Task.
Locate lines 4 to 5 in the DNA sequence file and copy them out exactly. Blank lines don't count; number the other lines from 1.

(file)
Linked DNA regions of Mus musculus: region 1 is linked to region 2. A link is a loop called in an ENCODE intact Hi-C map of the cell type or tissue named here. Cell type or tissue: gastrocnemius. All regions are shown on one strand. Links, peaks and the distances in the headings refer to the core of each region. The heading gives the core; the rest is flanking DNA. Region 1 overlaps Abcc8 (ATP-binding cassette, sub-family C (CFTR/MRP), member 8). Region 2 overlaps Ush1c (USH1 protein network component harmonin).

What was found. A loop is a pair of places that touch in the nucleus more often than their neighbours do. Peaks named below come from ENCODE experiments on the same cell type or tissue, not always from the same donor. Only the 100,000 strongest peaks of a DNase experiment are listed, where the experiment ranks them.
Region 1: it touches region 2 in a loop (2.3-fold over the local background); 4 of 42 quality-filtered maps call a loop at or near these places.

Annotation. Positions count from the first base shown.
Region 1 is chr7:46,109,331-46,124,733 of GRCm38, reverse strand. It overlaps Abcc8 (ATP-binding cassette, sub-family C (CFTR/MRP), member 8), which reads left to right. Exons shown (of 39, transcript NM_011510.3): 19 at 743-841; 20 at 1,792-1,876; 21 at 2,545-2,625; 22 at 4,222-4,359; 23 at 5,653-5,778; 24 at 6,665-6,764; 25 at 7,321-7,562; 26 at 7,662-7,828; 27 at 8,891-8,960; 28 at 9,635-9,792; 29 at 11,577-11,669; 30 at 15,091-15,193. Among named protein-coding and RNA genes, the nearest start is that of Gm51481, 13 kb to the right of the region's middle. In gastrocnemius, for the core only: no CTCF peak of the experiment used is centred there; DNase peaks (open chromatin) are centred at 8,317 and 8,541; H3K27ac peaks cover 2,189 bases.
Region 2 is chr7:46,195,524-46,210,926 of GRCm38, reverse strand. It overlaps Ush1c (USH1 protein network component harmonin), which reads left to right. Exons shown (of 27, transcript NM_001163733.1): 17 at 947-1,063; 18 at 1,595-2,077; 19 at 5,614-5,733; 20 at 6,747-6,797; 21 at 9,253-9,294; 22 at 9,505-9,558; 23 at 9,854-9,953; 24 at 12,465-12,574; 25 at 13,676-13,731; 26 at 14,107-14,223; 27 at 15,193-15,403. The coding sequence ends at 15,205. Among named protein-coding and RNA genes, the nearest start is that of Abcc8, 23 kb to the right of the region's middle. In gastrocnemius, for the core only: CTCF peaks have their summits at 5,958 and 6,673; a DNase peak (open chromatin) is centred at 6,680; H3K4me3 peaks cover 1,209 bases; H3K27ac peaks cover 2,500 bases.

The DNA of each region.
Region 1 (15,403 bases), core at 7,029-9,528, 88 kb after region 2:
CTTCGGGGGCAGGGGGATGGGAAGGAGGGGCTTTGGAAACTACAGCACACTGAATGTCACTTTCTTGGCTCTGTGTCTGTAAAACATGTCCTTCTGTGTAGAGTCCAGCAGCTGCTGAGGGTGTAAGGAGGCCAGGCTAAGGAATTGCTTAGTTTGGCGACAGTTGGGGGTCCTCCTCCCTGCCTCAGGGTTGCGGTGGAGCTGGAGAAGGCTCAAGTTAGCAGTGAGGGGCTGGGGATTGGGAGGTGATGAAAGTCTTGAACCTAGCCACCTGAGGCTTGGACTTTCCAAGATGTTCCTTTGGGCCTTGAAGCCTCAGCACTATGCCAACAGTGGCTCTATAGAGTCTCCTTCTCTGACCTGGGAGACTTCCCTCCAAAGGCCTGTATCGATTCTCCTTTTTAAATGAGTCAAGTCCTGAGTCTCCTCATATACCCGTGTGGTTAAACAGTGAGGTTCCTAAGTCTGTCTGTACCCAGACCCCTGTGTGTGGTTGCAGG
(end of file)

Annotation. Positions count from the first base shown.
Region 1 is chr7:46,109,331-46,124,733 of GRCm38, reverse strand. It overlaps Abcc8 (ATP-binding cassette, sub-family C (CFTR/MRP), member 8), which reads left to right. Exons shown (of 39, transcript NM_011510.3): 19 at 743-841; 20 at 1,792-1,876; 21 at 2,545-2,625; 22 at 4,222-4,359; 23 at 5,653-5,778; 24 at 6,665-6,764; 25 at 7,321-7,562; 26 at 7,662-7,828; 27 at 8,891-8,960; 28 at 9,635-9,792; 29 at 11,577-11,669; 30 at 15,091-15,193. Among named protein-coding and RNA genes, the nearest start is that of Gm51481, 13 kb to the right of the region's middle. In gastrocnemius, for the core only: no CTCF peak of the experiment used is centred there; DNase peaks (open chromatin) are centred at 8,317 and 8,541; H3K27ac peaks cover 2,189 bases.